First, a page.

I was just reading a translation of the interview of Thomas Piketty by Die Zeit. Really excellent discussion with many gems to contemplate both economically and morally. One moral principle that has been on my mind lately Piketty laid out perfectly:
“We cannot demand that new generations must pay for decades for the mistakes of their parents.”
I generally agree with that, particularly as it applies to the average-citizen. When thinking about what obligations to society someone born into that society should have at birth, the answer ought to be none, which I believe to be generally accepted. However, I do believe we, socially and economically, haven’t thought enough about the natural extension of that principle: Does a person bear an obligation to society when they gain exceptional benefit from that society? Particularly in terms of exceptional wealth and income which are built on not only the markets provided by that society, but also the collective intellectual property and knowledge accrued over countless generations. Not to mention the society that raised them. Any sociologist can tell you the “self-made man” is a myth, no one is successful without their society.
If you agree that people bear some amount of debt for the exceptional benefits they’ve gain from that society, it’s also worth testing with the inverse: society should bear an obligation to those that suffer exceptional loss at its hands. This rings true to me, and is the basis for a good deal of social policy, particularly within the arena of “safety nets”. On that note it’s also worth exploring the concept of reparations for African-Americans, as persuasively argued by Ta Nehisi Coates.
But getting back to the individual’s obligation on national debt. A person does benefit from the improved economy that was (at least partly) due to money lent to previous generations. How should that benefit be paid for? The degree that each individual benefited seems most fair; paying for what we gain is generally accepted as just. For national debts, calculating what an individual gained from previous foreign investment is currently infeasible, but Piketty’s suggestion of a tax based on wealth would be roughly commensurate. Those individuals/families that have gained great wealth over that period are likely to have had a portion of their successes due to the foreign infusion of money.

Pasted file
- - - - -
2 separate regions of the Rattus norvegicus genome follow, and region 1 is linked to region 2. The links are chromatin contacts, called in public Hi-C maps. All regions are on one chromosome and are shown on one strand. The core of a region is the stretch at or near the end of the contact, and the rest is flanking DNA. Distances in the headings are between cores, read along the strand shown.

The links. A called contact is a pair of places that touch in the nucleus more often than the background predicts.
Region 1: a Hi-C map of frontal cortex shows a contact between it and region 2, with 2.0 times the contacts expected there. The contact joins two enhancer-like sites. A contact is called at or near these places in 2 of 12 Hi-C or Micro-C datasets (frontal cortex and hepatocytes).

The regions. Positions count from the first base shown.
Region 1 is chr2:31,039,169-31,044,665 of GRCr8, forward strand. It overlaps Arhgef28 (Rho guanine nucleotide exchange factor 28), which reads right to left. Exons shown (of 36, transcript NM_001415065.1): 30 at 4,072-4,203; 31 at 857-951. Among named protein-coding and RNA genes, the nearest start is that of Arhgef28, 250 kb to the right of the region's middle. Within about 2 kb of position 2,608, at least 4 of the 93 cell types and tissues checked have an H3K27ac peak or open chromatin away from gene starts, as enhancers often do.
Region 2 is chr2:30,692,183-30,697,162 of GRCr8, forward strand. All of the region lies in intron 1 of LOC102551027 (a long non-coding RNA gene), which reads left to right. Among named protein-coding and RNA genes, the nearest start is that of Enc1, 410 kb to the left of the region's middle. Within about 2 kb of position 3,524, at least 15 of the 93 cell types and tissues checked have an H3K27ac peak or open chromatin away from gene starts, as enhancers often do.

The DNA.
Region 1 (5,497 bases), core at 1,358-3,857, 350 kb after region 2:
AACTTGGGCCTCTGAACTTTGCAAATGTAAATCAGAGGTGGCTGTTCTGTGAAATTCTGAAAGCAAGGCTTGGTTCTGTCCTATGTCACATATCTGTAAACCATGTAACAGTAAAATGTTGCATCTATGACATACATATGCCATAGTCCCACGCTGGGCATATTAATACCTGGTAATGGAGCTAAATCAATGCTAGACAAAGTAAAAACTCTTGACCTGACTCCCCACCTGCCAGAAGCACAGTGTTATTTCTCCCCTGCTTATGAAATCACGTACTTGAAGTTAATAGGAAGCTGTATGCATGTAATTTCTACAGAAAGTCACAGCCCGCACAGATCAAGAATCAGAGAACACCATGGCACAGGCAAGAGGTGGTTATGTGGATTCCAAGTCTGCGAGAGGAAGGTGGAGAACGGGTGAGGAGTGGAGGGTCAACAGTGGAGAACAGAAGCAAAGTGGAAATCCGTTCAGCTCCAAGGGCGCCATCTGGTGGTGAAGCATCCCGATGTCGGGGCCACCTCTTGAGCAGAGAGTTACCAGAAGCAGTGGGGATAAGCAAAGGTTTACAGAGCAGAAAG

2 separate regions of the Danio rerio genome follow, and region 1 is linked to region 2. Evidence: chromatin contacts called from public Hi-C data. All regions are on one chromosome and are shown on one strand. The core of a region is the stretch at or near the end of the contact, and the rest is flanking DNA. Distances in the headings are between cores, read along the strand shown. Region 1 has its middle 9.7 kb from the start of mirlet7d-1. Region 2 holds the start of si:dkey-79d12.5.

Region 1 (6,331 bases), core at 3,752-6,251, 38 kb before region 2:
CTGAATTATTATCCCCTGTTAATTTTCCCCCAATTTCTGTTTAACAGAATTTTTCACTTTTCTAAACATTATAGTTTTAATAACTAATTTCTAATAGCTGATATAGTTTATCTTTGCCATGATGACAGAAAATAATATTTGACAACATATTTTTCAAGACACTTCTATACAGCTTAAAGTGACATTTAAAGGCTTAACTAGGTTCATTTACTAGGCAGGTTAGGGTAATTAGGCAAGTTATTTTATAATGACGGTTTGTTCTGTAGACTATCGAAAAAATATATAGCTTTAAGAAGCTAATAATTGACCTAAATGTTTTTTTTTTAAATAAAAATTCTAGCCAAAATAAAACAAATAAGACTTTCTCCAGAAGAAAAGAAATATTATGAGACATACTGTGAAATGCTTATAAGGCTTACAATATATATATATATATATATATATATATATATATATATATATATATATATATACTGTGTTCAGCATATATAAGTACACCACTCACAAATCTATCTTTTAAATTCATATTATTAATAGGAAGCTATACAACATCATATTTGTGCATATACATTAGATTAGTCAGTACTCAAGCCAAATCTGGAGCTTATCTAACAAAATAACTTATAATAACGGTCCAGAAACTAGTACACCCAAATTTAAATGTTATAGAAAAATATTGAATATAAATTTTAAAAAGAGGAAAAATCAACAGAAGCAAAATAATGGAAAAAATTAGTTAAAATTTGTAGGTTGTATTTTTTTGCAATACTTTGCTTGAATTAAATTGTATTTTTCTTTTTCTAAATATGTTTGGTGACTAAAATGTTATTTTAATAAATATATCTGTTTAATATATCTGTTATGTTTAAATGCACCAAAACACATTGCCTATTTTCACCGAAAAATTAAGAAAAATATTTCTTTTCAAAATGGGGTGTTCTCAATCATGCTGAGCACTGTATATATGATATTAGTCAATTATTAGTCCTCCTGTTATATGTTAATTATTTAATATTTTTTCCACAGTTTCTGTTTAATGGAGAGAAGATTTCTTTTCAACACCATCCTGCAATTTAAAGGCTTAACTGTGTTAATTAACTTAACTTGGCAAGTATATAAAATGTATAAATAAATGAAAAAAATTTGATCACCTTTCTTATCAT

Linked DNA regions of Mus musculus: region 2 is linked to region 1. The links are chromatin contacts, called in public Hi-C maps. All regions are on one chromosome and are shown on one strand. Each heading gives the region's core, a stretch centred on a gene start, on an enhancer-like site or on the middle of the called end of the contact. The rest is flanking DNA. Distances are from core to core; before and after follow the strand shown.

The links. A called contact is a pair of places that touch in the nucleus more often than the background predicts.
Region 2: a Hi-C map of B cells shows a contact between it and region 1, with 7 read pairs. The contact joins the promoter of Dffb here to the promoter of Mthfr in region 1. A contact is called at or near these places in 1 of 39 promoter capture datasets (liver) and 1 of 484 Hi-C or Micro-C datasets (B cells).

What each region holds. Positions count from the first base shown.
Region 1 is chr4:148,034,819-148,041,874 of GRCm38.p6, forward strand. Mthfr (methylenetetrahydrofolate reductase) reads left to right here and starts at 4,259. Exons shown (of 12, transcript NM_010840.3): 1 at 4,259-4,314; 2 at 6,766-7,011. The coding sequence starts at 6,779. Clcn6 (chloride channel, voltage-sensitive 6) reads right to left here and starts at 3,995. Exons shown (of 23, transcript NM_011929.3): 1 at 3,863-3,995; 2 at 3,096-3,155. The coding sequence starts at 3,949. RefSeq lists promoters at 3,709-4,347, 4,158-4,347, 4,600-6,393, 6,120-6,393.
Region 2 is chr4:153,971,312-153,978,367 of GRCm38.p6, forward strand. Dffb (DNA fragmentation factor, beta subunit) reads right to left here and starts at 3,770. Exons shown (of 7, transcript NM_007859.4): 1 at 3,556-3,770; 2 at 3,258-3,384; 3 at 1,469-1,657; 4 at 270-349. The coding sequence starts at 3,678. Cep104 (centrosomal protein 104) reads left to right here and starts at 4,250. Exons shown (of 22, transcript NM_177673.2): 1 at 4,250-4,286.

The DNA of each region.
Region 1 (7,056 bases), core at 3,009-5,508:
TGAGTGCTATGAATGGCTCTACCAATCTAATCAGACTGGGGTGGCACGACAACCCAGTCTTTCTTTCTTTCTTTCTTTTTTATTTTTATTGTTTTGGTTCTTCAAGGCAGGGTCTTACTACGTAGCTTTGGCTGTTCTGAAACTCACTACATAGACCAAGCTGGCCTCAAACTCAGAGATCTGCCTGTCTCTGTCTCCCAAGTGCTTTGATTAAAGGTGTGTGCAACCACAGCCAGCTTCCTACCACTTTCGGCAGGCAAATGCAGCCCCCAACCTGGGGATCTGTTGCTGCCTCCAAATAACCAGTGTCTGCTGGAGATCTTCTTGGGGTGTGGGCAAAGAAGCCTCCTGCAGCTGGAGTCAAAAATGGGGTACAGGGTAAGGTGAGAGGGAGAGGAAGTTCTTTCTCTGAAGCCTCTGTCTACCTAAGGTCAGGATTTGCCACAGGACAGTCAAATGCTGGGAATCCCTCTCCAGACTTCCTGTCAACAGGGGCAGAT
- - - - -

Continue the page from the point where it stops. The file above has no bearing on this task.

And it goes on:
If that tax was graduated progressively, and dynamically adjusted to the length and dept of the debt, it could approach a morally fair way to pay off a national debt.
This is entirely setting aside the utility of such a policy, which I think would work for the good. Those with great wealth, already holding the levers of power in most developed countries, would have greater incentive for balancing budgets and only opting for debt when it would be worth the investment, not merely spending indulgently today with a vague thought of eventual reconciliation.
It may not be politically feasible in most of the indebted world now, and Piketty may well be right about the need for a EU conference on debt, but morally I think the connection between individual wealth and national debt has legs.